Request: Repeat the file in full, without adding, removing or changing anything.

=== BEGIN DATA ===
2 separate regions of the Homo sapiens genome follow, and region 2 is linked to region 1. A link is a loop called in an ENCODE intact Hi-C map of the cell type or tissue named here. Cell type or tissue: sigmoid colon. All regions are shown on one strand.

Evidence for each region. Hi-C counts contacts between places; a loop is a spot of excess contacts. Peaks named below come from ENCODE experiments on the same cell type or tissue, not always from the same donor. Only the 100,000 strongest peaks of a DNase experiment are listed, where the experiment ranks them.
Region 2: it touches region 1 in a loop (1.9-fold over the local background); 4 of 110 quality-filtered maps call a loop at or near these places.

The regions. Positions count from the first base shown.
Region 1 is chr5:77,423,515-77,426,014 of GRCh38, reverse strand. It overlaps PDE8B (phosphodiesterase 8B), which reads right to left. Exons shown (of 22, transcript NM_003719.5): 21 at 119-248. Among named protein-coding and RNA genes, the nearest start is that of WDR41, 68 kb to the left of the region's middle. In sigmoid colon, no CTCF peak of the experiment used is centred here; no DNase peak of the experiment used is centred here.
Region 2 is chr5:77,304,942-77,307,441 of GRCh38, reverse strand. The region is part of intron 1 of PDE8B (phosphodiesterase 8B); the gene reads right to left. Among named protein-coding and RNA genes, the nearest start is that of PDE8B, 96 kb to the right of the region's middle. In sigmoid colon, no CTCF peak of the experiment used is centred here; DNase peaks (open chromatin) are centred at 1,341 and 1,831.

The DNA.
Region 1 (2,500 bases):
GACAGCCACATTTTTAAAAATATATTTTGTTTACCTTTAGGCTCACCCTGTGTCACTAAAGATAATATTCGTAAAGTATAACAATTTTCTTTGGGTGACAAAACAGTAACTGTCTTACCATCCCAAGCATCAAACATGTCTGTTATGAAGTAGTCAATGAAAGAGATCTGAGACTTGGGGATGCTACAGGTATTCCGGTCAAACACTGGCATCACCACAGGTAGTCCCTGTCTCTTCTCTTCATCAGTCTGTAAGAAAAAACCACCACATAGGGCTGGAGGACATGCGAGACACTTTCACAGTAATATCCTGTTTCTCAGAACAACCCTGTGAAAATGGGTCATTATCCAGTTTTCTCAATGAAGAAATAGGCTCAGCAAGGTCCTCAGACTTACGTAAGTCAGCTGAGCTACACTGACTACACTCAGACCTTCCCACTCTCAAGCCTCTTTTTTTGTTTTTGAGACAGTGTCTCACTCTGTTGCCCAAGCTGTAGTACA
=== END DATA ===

2 separate regions of the Homo sapiens genome follow, and region 2 is linked to region 1. A link is a loop called in an ENCODE intact Hi-C map of the cell type or tissue named here. Cell type or tissue: sigmoid colon. All regions are shown on one strand.

Evidence for each region. Hi-C counts contacts between places; a loop is a spot of excess contacts. Peaks named below come from ENCODE experiments on the same cell type or tissue, not always from the same donor. Only the 100,000 strongest peaks of a DNase experiment are listed, where the experiment ranks them.
Region 2: it touches region 1 in a loop (1.9-fold over the local background); 4 of 110 quality-filtered maps call a loop at or near these places.

The regions. Positions count from the first base shown.
Region 1 is chr5:77,423,515-77,426,014 of GRCh38, reverse strand. It overlaps PDE8B (phosphodiesterase 8B), which reads right to left. Exons shown (of 22, transcript NM_003719.5): 21 at 119-248. Among named protein-coding and RNA genes, the nearest start is that of WDR41, 68 kb to the left of the region's middle. In sigmoid colon, no CTCF peak of the experiment used is centred here; no DNase peak of the experiment used is centred here.
Region 2 is chr5:77,304,942-77,307,441 of GRCh38, reverse strand. The region is part of intron 1 of PDE8B (phosphodiesterase 8B); the gene reads right to left. Among named protein-coding and RNA genes, the nearest start is that of PDE8B, 96 kb to the right of the region's middle. In sigmoid colon, no CTCF peak of the experiment used is centred here; DNase peaks (open chromatin) are centred at 1,341 and 1,831.

The DNA.
Region 1 (2,500 bases):
GACAGCCACATTTTTAAAAATATATTTTGTTTACCTTTAGGCTCACCCTGTGTCACTAAAGATAATATTCGTAAAGTATAACAATTTTCTTTGGGTGACAAAACAGTAACTGTCTTACCATCCCAAGCATCAAACATGTCTGTTATGAAGTAGTCAATGAAAGAGATCTGAGACTTGGGGATGCTACAGGTATTCCGGTCAAACACTGGCATCACCACAGGTAGTCCCTGTCTCTTCTCTTCATCAGTCTGTAAGAAAAAACCACCACATAGGGCTGGAGGACATGCGAGACACTTTCACAGTAATATCCTGTTTCTCAGAACAACCCTGTGAAAATGGGTCATTATCCAGTTTTCTCAATGAAGAAATAGGCTCAGCAAGGTCCTCAGACTTACGTAAGTCAGCTGAGCTACACTGACTACACTCAGACCTTCCCACTCTCAAGCCTCTTTTTTTGTTTTTGAGACAGTGTCTCACTCTGTTGCCCAAGCTGTAGTACA